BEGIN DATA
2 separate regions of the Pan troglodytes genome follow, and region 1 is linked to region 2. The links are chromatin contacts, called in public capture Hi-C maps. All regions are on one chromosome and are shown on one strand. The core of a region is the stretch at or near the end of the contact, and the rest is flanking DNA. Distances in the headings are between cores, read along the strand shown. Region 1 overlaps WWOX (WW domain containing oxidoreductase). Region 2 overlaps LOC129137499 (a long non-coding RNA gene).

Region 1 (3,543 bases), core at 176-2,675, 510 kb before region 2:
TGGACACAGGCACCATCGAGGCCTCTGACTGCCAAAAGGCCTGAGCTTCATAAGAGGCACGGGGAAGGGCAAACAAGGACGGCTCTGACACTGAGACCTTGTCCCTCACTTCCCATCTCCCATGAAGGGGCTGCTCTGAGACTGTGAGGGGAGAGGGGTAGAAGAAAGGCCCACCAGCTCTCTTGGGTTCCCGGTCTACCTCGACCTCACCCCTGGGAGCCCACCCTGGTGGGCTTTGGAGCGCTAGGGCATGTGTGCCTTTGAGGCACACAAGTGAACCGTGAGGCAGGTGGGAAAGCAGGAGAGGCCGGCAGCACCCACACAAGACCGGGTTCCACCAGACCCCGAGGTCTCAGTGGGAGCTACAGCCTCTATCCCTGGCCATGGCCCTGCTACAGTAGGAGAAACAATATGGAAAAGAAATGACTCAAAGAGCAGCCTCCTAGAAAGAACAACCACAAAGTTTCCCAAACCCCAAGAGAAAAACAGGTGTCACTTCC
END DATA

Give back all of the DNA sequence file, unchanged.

2 separate regions of the Pan troglodytes genome follow, and region 1 is linked to region 2. The links are chromatin contacts, called in public capture Hi-C maps. All regions are on one chromosome and are shown on one strand. The core of a region is the stretch at or near the end of the contact, and the rest is flanking DNA. Distances in the headings are between cores, read along the strand shown. Region 1 overlaps WWOX (WW domain containing oxidoreductase). Region 2 overlaps LOC129137499 (a long non-coding RNA gene).

Region 1 (3,543 bases), core at 176-2,675, 510 kb before region 2:
TGGACACAGGCACCATCGAGGCCTCTGACTGCCAAAAGGCCTGAGCTTCATAAGAGGCACGGGGAAGGGCAAACAAGGACGGCTCTGACACTGAGACCTTGTCCCTCACTTCCCATCTCCCATGAAGGGGCTGCTCTGAGACTGTGAGGGGAGAGGGGTAGAAGAAAGGCCCACCAGCTCTCTTGGGTTCCCGGTCTACCTCGACCTCACCCCTGGGAGCCCACCCTGGTGGGCTTTGGAGCGCTAGGGCATGTGTGCCTTTGAGGCACACAAGTGAACCGTGAGGCAGGTGGGAAAGCAGGAGAGGCCGGCAGCACCCACACAAGACCGGGTTCCACCAGACCCCGAGGTCTCAGTGGGAGCTACAGCCTCTATCCCTGGCCATGGCCCTGCTACAGTAGGAGAAACAATATGGAAAAGAAATGACTCAAAGAGCAGCCTCCTAGAAAGAACAACCACAAAGTTTCCCAAACCCCAAGAGAAAAACAGGTGTCACTTCC